There are many things you want to be remembered for – a stunning smile, infectious laugh, or generous spirit. No one wants to be known for their bad breath. But before you resign yourself and start answering to the nickname “funky-breath-Fred”, rest assured: once you figure out the cause, many bad breath cures are straightforward.
Also rest assured that you aren’t alone. Up to 80 million people suffer from halitosis (chronic bad breath.) Many of these people brush, floss and gargle with mouthwash like champs but still struggle. The cause of halitosis isn’t always obvious, and the answer isn’t always in your mouth. Sometimes it takes a little detective work, but once you figure out the underlying problem behind your bad breath, a cure is usually right around the corner.
Why Poor Dental Hygiene Causes Bad Breath
Masking your bad breath smell with gum or mints provides short-term relief, but it isn’t a cure. You can’t truly rid yourself of stinky breath until you understand the specific cause of your halitosis. Like any good detective, start with the obvious: your mouth.
It probably comes as no surprise that poor dental hygiene is the most common cause of bad breath. Around 85% of bad breath causes come from inside the mouth, and it often begins with poor hygiene. Skipping your brush-and-floss routine leaves behind microscopic bacteria whose single goal in life is to feast on the particles of food left behind on your teeth. As all creatures must, these bacteria excrete a foul-smelling waste after eating. Leave that on your teeth and the result isn’t pretty.
Denture wearers suffer a similar fate. Just like your natural teeth, bacteria and food particles cling to dentures. Not removing dentures at night or cleaning them properly is another cause of halitosis. Likewise, when left long enough, food trapped between dentures or under dental implants begins rotting and causes its own form of smelly halitosis. Yuck!
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Cavity and Infection as a Halitosis Cause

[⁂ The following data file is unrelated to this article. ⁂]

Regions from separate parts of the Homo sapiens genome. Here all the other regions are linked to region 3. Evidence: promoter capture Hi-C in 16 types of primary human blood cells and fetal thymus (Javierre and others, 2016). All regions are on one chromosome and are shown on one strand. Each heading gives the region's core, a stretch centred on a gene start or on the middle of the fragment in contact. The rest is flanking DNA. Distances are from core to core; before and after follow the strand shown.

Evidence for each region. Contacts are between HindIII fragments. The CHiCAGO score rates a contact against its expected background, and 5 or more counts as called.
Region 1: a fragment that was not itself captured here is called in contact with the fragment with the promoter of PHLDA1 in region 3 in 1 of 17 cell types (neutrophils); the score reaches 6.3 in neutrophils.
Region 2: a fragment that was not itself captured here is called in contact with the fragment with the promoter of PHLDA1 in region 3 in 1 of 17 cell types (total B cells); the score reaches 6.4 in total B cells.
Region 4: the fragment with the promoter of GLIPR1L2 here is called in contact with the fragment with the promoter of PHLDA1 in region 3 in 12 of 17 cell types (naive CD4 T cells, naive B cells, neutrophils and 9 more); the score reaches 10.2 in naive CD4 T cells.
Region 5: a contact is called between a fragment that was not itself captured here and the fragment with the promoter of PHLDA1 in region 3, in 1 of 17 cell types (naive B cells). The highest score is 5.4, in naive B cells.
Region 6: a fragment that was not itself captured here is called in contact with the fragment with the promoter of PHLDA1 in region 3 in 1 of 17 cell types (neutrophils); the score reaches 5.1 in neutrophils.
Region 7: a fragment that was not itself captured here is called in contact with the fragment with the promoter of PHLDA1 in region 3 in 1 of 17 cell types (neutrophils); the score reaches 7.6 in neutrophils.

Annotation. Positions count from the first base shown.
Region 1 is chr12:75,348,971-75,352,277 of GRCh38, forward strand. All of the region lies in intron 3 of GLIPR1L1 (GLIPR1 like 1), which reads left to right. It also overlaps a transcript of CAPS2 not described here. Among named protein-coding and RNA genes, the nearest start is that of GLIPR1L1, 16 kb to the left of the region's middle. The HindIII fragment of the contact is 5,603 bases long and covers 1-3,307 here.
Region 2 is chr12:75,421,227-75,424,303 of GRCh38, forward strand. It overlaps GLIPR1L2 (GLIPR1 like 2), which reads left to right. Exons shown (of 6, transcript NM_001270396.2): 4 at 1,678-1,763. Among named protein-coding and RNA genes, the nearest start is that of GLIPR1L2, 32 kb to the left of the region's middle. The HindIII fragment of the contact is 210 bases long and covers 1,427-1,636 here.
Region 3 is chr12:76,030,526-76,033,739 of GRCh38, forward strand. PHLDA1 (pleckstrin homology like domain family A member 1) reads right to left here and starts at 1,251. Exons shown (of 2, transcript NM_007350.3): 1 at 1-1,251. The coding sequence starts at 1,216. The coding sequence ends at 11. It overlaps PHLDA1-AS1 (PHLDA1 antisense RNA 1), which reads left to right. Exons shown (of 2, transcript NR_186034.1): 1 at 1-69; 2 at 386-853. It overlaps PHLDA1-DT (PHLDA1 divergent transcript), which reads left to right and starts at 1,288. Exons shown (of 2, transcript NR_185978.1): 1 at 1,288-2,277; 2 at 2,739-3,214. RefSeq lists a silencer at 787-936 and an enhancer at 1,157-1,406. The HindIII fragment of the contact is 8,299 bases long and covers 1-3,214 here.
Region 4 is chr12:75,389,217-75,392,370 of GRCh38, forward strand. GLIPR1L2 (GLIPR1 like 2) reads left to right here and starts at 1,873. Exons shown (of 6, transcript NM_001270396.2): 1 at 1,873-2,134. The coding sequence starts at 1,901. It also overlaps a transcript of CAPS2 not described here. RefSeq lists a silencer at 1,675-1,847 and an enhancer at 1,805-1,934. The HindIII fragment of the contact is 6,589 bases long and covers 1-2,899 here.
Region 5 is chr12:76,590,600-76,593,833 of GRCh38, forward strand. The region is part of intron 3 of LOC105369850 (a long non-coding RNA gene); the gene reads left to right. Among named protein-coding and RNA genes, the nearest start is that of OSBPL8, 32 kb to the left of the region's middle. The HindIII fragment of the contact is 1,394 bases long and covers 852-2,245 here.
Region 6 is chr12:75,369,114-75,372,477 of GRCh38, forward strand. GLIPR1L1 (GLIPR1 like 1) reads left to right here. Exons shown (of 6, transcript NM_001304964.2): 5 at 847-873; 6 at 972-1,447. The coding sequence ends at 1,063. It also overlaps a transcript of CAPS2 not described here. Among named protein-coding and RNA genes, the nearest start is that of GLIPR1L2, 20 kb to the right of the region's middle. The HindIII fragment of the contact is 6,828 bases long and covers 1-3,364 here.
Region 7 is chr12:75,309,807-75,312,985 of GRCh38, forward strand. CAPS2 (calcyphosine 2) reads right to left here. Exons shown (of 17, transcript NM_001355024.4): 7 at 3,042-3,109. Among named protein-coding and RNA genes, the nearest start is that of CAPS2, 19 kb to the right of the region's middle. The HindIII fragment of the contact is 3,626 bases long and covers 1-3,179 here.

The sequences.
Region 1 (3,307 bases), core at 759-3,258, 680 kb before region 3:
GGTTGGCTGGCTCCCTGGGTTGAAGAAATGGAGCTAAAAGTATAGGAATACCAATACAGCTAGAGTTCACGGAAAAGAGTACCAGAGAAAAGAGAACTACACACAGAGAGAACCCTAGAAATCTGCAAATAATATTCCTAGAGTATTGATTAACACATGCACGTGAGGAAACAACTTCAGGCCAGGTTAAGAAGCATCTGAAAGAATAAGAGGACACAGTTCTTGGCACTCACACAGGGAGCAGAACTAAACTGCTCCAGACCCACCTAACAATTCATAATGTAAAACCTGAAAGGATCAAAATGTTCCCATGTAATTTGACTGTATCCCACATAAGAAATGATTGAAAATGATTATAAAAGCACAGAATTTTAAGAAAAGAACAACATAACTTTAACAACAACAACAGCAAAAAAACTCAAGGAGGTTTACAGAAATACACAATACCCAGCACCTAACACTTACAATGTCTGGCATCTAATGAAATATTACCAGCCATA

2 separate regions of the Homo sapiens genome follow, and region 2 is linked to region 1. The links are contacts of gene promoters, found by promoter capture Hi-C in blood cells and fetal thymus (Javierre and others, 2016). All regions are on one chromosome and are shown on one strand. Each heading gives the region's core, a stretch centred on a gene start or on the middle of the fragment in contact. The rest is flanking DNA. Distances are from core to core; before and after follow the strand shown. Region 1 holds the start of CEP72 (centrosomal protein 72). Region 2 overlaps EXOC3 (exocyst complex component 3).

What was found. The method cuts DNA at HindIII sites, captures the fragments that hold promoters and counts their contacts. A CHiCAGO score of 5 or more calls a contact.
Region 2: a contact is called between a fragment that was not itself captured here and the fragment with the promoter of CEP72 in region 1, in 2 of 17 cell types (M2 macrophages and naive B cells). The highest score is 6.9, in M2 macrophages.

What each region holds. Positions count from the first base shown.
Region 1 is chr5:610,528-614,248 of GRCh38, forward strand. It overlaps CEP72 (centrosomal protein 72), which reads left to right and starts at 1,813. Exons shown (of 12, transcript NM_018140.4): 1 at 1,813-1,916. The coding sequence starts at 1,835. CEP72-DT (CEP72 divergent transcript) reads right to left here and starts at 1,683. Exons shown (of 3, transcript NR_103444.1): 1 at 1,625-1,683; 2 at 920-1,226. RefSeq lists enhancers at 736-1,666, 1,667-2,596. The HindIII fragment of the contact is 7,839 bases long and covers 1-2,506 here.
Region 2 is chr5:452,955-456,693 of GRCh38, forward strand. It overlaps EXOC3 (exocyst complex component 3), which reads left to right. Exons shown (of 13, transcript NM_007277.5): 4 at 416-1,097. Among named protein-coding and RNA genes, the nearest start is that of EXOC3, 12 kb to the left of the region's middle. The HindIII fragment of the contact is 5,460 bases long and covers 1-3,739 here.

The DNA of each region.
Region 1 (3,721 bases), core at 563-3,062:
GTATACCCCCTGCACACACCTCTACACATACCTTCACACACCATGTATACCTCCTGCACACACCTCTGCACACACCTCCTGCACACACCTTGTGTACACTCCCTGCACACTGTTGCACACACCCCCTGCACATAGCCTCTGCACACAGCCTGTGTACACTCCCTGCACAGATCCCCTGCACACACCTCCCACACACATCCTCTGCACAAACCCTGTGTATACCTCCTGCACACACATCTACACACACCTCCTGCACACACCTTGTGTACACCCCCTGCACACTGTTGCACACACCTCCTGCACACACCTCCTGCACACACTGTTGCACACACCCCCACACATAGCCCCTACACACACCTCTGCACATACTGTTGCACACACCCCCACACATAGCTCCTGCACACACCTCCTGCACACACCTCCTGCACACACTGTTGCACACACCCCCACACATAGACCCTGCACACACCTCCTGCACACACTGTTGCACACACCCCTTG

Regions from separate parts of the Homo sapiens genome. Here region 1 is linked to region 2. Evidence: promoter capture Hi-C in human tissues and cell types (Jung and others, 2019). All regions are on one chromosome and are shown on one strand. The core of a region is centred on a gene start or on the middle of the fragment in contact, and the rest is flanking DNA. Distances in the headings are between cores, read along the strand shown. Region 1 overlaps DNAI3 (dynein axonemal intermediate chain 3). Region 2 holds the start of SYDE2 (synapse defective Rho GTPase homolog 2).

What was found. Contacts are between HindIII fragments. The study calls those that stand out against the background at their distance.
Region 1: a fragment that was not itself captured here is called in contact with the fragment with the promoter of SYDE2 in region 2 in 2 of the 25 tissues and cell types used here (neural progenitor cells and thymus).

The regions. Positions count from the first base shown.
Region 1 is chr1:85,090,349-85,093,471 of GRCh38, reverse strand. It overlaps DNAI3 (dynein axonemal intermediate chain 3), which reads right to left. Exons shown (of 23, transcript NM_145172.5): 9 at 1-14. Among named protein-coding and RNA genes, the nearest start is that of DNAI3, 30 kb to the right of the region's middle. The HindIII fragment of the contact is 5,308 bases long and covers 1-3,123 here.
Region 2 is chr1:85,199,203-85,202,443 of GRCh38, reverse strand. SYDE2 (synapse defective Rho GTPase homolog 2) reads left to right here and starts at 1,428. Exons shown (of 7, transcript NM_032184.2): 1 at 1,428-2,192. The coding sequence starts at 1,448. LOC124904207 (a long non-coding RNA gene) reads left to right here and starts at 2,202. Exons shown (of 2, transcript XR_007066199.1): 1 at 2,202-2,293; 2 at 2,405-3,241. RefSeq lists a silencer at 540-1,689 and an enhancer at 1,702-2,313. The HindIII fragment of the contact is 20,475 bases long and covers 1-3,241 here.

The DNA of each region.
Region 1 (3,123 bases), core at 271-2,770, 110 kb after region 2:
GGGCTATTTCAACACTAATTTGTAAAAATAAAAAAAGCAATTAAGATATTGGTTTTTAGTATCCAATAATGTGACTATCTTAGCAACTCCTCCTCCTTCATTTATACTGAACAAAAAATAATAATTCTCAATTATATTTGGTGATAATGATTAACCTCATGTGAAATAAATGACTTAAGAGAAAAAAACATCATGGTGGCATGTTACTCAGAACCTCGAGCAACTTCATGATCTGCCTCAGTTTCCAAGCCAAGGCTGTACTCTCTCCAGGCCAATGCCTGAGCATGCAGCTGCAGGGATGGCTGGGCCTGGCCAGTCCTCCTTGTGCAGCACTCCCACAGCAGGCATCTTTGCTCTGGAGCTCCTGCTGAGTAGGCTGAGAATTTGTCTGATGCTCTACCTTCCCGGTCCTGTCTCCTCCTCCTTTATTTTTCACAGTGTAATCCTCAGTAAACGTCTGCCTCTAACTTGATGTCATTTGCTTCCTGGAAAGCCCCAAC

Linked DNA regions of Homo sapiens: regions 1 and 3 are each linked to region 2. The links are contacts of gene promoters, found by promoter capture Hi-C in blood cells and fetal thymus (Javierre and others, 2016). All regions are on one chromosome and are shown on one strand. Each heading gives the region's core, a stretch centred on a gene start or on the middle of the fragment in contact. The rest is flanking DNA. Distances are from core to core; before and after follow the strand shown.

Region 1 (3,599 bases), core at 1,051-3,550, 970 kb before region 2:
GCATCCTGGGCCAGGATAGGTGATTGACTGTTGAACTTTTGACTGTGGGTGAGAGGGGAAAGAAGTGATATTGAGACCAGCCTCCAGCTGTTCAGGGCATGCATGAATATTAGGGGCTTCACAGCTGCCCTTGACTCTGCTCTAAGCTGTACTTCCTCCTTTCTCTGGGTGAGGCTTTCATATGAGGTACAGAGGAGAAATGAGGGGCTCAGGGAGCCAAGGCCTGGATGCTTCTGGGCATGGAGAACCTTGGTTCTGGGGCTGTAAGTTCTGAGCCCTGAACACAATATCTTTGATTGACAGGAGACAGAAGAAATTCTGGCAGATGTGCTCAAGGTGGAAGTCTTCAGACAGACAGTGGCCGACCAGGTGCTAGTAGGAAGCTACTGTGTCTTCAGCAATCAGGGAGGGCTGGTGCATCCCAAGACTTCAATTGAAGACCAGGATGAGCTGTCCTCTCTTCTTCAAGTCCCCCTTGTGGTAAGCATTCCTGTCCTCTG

In some cases, bad breath is a sign of cavity or other infection. If you have an untreated cavity, the bacteria present in tooth decay emits a foul smell. Likewise, an infection in your mouth from tooth decay or dental work that hasn’t healed properly also causes bad breath. So, too, do infected tonsils and strep throat.
They don’t call it “keto breath” for nothing. When you drastically reduce your carbohydrate intake, as is prescribed in the keto diet, your body makes its energy by breaking down fats instead of carbs. As your body breaks down fat, these fatty acids turn into acetone and cause bad breath often described as fruity or sweet-smelling.
Too much protein also causes halitosis. When you consume too much protein, your body can’t break it down efficiently. This inefficiency produces amino acids and, when combined with the bacteria in your mouth, causes bad breath.
Dehydration and Dry Mouth
Many people don’t realize that dry mouth and dehydration are also bad breath causes. In both cases, saliva flow slows way down. And when saliva flow reduces, you essentially lose your offensive line in the fight against halitosis.
Saliva not only helps wash away food particles, but it also contains proteins and minerals that neutralize acids and limit bacterial growth. And as you know by now, bacteria and leftover food particles cause bad breath like no other.
Less Common Causes of Bad Breath
Most of the bad breath causes I just mentioned are pretty straightforward. But sometimes, halitosis has a more hidden, but no-less serious cause. Other causes of bad breath include:
- Acid reflux
- Sinus infection or nasal polyps
- Throat or mouth cancer
- Digestive system and bowel disorders
- Liver disease
- Lung infection or lung cancer
If your persistent bad breath isn’t cured by a dental fix or changes to your diet, your dentist might refer you to a doctor or an otolaryngologist (ear, nose and throat specialist.)
Cures for Halitosis
Even though millions of other people suffer right along with you, halitosis is still embarrassing. Because of the stigma associated with it, chronic bad breath has ramifications on your personal and professional life. So, it’s safe to say you want a cure for your halitosis, and you want it now.
Dental hygiene cures for bad breath
- Brush for at least two minutes, two times a day using a soft toothbrush
- Floss daily
- Scrape or brush your tongue every time you brush
- Rinse with mouthwash
- Remove dentures and dental devices and clean them regularly
- Visit your dentist for regular cleanings
Lifestyle cures for bad breath
- Drink plenty of water
- Eat a diet low in fat and rich in fruits and vegetables
- If you have dry mouth, chew sugar-free gum or snack on sugar-free mints
- Avoid smoking
These are the simplest cures for bad breath. However, if you’ve tried everything above and nothing helps, visit your doctor for a thorough checkup. As always, if you have any questions or concerns about your oral health, talk to your dentist. He or she is aware of the latest studies and products to help you reach your healthiest smile.